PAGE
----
A new mechanism of blood vessel growth - hope for new treatment strategies
2009 (English)In: Discovery medicine, ISSN 1539-6509, Vol. 8, no 40, 23-27 p.Article in journal (Refereed) Published
Growth of new blood vessels (angiogenesis) is essential for embryo development as well as for wound healing and progression of a number of diseases such as cancer, inflammatory conditions, eye diseases, psoriasis, and rheumatoid arthritis in the adult. Current paradigms explain blood vessel growth entirely by sprouting angiogenesis or by vessel splitting through so called intussusceptive angiogenesis. However, these mechanisms are mainly derived from experiments on the developing embryo while less is known about angiogenesis in the adult during, e.g., wound healing, tumor growth, and inflammation. Recently we showed that blood vessel growth in the adult can be induced and directed by mechanical forces that naturally develop during healing or remodeling of tissues. In contrast to sprouting and intussusception, the new biomechanical hypothesis assumes that functional blood vessels are passively translocated which, if found generic, may drastically change the approach for developing anti- and pro-angiogenic therapies in the treatment of a variety of diseases.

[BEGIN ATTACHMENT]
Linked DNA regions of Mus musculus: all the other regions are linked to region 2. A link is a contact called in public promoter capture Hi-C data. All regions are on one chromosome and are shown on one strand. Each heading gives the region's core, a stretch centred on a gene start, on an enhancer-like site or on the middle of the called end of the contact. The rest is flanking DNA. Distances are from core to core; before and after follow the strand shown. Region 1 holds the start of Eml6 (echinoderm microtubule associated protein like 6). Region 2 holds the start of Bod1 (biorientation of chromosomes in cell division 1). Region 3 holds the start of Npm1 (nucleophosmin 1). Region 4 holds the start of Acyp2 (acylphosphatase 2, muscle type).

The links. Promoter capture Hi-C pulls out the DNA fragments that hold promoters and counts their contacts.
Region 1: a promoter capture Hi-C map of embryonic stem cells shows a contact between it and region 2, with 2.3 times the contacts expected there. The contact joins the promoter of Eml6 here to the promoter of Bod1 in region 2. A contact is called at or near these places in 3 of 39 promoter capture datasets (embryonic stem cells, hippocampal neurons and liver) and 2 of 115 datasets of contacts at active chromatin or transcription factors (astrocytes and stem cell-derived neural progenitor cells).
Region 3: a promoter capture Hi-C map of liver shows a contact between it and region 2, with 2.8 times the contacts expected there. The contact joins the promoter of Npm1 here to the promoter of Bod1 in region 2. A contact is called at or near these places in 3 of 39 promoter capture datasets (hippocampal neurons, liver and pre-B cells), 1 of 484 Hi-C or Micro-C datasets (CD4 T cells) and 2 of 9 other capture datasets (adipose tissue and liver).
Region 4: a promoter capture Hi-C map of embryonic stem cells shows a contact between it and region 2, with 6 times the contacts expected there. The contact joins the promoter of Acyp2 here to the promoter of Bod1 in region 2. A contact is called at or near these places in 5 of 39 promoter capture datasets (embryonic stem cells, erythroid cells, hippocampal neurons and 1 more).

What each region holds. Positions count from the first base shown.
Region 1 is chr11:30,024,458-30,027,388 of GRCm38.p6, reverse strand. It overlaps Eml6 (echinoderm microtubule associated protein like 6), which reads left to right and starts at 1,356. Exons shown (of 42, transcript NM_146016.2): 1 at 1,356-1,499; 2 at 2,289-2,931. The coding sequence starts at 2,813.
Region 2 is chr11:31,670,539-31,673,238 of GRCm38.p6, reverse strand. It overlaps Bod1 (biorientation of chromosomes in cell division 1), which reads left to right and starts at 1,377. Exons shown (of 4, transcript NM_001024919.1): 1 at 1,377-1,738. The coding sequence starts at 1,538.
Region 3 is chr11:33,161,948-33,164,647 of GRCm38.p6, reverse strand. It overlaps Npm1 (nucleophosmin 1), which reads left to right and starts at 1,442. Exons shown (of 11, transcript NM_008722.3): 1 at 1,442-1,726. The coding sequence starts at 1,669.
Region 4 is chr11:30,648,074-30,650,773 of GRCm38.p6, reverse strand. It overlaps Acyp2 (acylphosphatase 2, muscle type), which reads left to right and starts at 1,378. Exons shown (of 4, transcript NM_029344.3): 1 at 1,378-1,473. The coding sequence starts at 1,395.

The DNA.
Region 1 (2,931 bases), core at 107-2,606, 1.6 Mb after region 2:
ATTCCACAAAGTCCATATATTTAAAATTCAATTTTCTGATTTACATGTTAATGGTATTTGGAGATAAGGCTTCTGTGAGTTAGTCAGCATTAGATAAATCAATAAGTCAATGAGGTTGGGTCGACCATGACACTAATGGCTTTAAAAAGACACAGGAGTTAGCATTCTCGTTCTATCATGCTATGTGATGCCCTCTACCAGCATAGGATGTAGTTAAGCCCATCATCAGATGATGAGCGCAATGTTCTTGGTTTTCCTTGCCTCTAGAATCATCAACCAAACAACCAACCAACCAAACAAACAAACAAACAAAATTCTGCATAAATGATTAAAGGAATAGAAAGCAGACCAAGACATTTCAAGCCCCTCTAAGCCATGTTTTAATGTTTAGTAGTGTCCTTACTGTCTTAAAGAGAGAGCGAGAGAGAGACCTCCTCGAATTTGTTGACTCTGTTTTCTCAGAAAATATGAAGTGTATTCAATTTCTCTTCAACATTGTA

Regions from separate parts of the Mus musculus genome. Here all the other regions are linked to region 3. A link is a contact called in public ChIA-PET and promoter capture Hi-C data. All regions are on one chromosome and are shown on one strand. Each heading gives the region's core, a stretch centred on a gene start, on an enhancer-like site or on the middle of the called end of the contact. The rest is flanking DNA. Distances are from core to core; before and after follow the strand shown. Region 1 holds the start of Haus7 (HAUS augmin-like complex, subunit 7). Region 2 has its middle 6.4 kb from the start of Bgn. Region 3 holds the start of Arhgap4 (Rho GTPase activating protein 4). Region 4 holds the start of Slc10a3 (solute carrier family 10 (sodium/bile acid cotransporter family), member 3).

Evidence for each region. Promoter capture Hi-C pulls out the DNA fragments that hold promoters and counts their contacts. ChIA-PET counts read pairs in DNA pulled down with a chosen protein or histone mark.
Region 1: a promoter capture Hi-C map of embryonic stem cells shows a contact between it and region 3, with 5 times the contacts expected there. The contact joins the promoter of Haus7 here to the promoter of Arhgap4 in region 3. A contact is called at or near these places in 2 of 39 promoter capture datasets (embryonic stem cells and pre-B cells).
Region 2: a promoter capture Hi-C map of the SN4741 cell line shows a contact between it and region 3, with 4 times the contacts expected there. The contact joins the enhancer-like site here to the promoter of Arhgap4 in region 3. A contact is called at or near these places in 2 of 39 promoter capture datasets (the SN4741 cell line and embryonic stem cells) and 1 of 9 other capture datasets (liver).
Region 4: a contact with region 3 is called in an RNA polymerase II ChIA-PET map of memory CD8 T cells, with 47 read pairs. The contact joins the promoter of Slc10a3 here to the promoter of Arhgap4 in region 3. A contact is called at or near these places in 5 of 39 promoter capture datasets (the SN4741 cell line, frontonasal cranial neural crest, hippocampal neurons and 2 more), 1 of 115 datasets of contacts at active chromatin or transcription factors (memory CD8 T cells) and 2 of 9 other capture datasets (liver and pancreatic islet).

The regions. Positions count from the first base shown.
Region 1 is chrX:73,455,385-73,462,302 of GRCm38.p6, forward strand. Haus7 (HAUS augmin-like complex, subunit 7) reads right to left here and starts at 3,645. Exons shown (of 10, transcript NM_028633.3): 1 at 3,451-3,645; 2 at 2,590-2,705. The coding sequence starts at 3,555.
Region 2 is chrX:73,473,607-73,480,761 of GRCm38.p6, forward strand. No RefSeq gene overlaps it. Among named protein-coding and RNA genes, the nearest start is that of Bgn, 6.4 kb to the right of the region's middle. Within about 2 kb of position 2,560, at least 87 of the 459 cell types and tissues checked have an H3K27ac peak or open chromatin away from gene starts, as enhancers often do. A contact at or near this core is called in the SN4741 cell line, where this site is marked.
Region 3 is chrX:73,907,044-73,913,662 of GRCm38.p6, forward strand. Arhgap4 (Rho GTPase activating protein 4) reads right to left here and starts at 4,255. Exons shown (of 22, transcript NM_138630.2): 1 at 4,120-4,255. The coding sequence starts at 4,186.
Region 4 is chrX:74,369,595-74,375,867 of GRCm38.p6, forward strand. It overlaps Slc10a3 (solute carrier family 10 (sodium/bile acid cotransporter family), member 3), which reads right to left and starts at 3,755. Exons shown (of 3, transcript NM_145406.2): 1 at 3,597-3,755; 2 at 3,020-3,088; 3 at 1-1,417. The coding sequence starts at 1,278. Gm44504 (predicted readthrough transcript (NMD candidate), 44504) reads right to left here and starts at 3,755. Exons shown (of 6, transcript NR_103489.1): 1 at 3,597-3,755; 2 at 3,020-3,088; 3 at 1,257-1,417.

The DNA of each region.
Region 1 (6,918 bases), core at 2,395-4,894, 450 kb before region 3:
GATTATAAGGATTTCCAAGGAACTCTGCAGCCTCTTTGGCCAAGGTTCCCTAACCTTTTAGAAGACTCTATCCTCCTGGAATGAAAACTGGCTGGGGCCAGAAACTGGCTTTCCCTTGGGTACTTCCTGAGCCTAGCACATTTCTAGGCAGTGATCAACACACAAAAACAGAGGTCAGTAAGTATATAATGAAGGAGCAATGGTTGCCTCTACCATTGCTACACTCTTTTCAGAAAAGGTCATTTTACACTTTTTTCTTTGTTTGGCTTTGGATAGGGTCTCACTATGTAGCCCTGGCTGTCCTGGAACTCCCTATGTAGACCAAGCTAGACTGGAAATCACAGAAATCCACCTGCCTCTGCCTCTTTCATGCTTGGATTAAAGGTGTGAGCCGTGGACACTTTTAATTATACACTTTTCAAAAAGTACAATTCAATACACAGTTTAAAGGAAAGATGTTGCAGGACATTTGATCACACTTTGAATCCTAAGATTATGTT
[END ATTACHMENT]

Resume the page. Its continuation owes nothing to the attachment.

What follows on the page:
Place, publisher, year, edition, pages
2009. Vol. 8, no 40, 23-27 p.
Medical and Health Sciences
IdentifiersURN: urn:nbn:se:uu:diva-108928PubMedID: 19772838OAI: oai:DiVA.org:uu-108928DiVA: diva2:241626